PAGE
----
Romney’s Michigan win leaves Republicans adrift


With first three contests now won by different candidates, the party is ominously divided.

REPUBLICAN Mitt Romney won resoundingly in Michigan yesterday to keep his presidential bid alive but left his party deeply divided and further adrift in its search for a White House favourite.

His comeback means that three different Republican candidates have won each of the first three major nominating contests: Baptist pastor Mike Huckabee in Iowa, Arizona senator John McCain in New Hampshire and, now, former Massachusetts governor Romney in Michigan.

This tangled succession of front runners stumbling over each other looks set to continue as the Republicans head for another bruising battle in South Carolina this weekend with a tough three-way contest in the offing.

Michigan was really a two-horse race and it was reflected in the results. Mr Romney, a native son of the blue-collar state, won 39 per cent of the vote versus 30 per cent for his closest challenger, Mr McCain.

Mr Huckabee, a late entrant in the race, trailed with 16 per cent. Mr Ron Paul, the anti-war congressman from Texas, came in fourth with just 6 per cent of the vote.

Mr Romney built his campaign on a strategy of winning Iowa and New Hampshire. After losing both, he had to win his birth state of Michigan to retain credibility as a candidate.

Anything less than victory could have dealt a fatal blow despite his ability to spend millions of his own dollars to stay in the race.

“Tonight marks the beginning of a comeback,” a victorious Mr Romney said.

“Tonight is a victory of optimism over Washington-style pessimism.”

His anti-Washington, pro-change message resonated with Republicans in a state whose economic fortunes have declined along with the auto industry.

Indeed, Mr Romney, who grew up in Michigan, won easily with a pointed focus on the slowing economy, which voters there overwhelmingly identified as the top issue. He capitalised on his business background and his father’s leadership in the auto industry to persuade voters that he was best equipped to deal with problems in the state, which has the highest unemployment in the nation, and pledged billions in Washington aid to bolster automakers.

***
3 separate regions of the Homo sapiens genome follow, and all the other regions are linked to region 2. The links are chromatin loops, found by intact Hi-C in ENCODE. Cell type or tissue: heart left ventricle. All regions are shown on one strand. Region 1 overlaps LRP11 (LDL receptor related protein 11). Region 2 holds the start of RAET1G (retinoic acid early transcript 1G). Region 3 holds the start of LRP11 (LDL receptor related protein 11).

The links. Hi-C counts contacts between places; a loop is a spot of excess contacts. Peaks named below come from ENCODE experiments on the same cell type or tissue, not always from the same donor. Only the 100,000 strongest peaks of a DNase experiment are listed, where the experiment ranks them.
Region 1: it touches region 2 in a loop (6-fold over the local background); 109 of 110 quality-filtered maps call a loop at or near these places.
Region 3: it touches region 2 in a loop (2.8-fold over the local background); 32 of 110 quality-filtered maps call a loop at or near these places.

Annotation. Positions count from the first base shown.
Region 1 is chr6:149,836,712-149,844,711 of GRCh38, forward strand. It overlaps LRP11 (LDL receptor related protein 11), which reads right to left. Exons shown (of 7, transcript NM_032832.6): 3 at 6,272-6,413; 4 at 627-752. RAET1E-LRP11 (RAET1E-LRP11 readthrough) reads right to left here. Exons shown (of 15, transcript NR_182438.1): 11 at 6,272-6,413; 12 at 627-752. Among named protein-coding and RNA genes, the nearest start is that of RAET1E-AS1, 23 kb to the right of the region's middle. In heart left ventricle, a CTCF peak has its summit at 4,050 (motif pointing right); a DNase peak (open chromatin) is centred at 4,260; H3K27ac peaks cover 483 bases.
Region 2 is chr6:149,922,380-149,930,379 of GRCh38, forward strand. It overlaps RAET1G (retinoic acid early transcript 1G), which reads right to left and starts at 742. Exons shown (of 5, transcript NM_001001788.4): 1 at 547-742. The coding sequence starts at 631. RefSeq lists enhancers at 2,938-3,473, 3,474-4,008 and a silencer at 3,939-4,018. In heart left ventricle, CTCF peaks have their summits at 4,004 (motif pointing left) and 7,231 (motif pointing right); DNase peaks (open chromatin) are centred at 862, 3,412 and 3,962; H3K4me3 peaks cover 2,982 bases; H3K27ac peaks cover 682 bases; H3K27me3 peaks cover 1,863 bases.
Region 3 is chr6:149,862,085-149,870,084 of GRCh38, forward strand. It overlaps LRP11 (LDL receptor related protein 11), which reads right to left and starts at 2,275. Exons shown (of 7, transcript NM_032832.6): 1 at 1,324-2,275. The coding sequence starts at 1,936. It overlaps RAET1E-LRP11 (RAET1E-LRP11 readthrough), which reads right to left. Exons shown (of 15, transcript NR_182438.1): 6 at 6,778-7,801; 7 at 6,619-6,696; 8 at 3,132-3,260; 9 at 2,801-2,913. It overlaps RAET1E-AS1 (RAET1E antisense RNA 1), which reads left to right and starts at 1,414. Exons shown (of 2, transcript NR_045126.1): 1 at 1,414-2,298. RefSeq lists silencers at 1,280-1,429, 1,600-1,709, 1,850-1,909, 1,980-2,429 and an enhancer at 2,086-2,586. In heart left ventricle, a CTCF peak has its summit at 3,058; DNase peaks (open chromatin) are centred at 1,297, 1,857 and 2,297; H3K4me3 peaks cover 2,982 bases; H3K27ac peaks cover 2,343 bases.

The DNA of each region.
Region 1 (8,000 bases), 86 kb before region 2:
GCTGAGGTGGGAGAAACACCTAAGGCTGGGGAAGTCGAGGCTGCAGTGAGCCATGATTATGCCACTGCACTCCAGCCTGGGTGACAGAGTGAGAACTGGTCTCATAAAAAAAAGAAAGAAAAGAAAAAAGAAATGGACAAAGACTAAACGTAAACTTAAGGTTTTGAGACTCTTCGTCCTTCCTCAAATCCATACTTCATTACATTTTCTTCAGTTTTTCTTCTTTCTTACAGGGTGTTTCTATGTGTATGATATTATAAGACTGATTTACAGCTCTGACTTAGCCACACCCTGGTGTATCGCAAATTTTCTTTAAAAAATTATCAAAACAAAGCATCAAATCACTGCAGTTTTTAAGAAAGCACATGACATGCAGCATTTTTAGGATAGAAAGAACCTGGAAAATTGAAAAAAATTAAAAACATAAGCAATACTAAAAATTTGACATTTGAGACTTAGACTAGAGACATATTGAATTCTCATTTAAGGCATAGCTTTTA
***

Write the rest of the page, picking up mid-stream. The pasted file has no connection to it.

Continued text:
He managed to capture the Republican votes by double-digit margins – boosted by the fact that more than two-thirds of voters in the Michigan primary described themselves as Republicans, up from 48 per cent in 2000.

Mr McCain garnered stronger support among independents and Democrats, but they made up a smaller share of the electorate than eight years ago when he defeated then Texas governor George W. Bush. This time, 32 per cent of voters described themselves as unaffiliated or Democrats, down by 20 points compared to 2000.

Democrat voters were prevented from voting for their own party’s candidates because of a boycott, which came about after the state’s party defied national party rules by moving its contest ahead of Super Tuesday on Feb5, when 22 states hold primaries.

The inability to win over the Republican ground could come back to haunt Mr McCain, a 71-year-old Vietnam War veteran.

He did well in New Hampshire last week mainly because of the independent vote.

In the end, Mr McCain ended up the biggest loser in Michigan. He needed to ride on the momentum of his New Hampshire victory by beating Mr Romney and going on to win South Carolina. It would have set up a major confrontation with former New York mayor Rudy Giuliani on Super Tuesday.

Mr McCain does retain some advantage in South Carolina that could tip the balance in his favour. The deeply conservative southern state is home to a large number of military bases and war veterans.

The key is whether he can counter perceptions that he is too liberal for many Republicans, especially on illegal immigrants.

In recent years, the state has seen an influx of Hispanics.

Mr Romney has taken a harder line on immigration, but he faces a rocky ride as well. South Carolina is home to a large number of Christian evangelicals who will not be enamoured with his Mormon credentials.

On paper, Mr Huckabee, a southern Baptist preacher, looks the strongest given that he can tap into this large pool of conservative voters. But again, his soft stand on immigration could prove to be a liability.

According to observers, the volatility of the race – with no clear front runner – benefits Mr Giuliani. His strategy has been to ignore the earlier contests and focus on the big states, starting with Florida on Jan 29 and then Super Tuesday.

But given the way the battles have shaped up for the Republicans, the race looks increasingly likely to stretch beyond Super Tuesday as the party heads ominously towards its first convention fight in 30 years.

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